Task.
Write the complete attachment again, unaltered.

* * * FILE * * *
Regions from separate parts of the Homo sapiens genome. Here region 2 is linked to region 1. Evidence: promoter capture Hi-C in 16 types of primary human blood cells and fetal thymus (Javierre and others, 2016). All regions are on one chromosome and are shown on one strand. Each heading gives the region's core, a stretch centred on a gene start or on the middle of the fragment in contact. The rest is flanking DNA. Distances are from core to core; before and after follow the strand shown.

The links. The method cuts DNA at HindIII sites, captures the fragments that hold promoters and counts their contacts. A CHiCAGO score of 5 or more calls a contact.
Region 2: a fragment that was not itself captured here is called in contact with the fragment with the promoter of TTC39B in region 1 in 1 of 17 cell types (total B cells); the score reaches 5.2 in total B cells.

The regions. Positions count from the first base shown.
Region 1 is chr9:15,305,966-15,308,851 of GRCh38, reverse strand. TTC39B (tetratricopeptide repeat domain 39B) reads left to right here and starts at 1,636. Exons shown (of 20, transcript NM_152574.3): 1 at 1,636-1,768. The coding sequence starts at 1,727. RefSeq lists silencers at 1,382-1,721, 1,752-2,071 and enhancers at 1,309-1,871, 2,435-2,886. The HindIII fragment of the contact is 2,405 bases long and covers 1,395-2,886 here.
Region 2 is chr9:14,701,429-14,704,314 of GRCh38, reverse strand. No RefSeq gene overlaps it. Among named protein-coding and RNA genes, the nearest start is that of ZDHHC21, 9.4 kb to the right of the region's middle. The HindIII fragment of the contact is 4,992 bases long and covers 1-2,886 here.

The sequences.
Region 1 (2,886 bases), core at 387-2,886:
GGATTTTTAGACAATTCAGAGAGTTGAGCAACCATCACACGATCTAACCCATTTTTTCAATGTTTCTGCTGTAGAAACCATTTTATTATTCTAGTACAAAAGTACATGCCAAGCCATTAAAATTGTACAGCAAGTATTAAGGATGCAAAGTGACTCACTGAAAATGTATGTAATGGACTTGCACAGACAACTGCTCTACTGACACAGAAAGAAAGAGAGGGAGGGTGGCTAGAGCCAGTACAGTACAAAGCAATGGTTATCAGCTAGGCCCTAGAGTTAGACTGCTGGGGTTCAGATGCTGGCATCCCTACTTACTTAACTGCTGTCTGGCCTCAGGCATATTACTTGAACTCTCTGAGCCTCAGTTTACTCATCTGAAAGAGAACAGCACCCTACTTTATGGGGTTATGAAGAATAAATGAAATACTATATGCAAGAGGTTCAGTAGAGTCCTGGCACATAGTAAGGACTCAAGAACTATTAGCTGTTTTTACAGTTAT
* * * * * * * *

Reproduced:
Regions from separate parts of the Homo sapiens genome. Here region 2 is linked to region 1. Evidence: promoter capture Hi-C in 16 types of primary human blood cells and fetal thymus (Javierre and others, 2016). All regions are on one chromosome and are shown on one strand. Each heading gives the region's core, a stretch centred on a gene start or on the middle of the fragment in contact. The rest is flanking DNA. Distances are from core to core; before and after follow the strand shown.

The links. The method cuts DNA at HindIII sites, captures the fragments that hold promoters and counts their contacts. A CHiCAGO score of 5 or more calls a contact.
Region 2: a fragment that was not itself captured here is called in contact with the fragment with the promoter of TTC39B in region 1 in 1 of 17 cell types (total B cells); the score reaches 5.2 in total B cells.

The regions. Positions count from the first base shown.
Region 1 is chr9:15,305,966-15,308,851 of GRCh38, reverse strand. TTC39B (tetratricopeptide repeat domain 39B) reads left to right here and starts at 1,636. Exons shown (of 20, transcript NM_152574.3): 1 at 1,636-1,768. The coding sequence starts at 1,727. RefSeq lists silencers at 1,382-1,721, 1,752-2,071 and enhancers at 1,309-1,871, 2,435-2,886. The HindIII fragment of the contact is 2,405 bases long and covers 1,395-2,886 here.
Region 2 is chr9:14,701,429-14,704,314 of GRCh38, reverse strand. No RefSeq gene overlaps it. Among named protein-coding and RNA genes, the nearest start is that of ZDHHC21, 9.4 kb to the right of the region's middle. The HindIII fragment of the contact is 4,992 bases long and covers 1-2,886 here.

The sequences.
Region 1 (2,886 bases), core at 387-2,886:
GGATTTTTAGACAATTCAGAGAGTTGAGCAACCATCACACGATCTAACCCATTTTTTCAATGTTTCTGCTGTAGAAACCATTTTATTATTCTAGTACAAAAGTACATGCCAAGCCATTAAAATTGTACAGCAAGTATTAAGGATGCAAAGTGACTCACTGAAAATGTATGTAATGGACTTGCACAGACAACTGCTCTACTGACACAGAAAGAAAGAGAGGGAGGGTGGCTAGAGCCAGTACAGTACAAAGCAATGGTTATCAGCTAGGCCCTAGAGTTAGACTGCTGGGGTTCAGATGCTGGCATCCCTACTTACTTAACTGCTGTCTGGCCTCAGGCATATTACTTGAACTCTCTGAGCCTCAGTTTACTCATCTGAAAGAGAACAGCACCCTACTTTATGGGGTTATGAAGAATAAATGAAATACTATATGCAAGAGGTTCAGTAGAGTCCTGGCACATAGTAAGGACTCAAGAACTATTAGCTGTTTTTACAGTTAT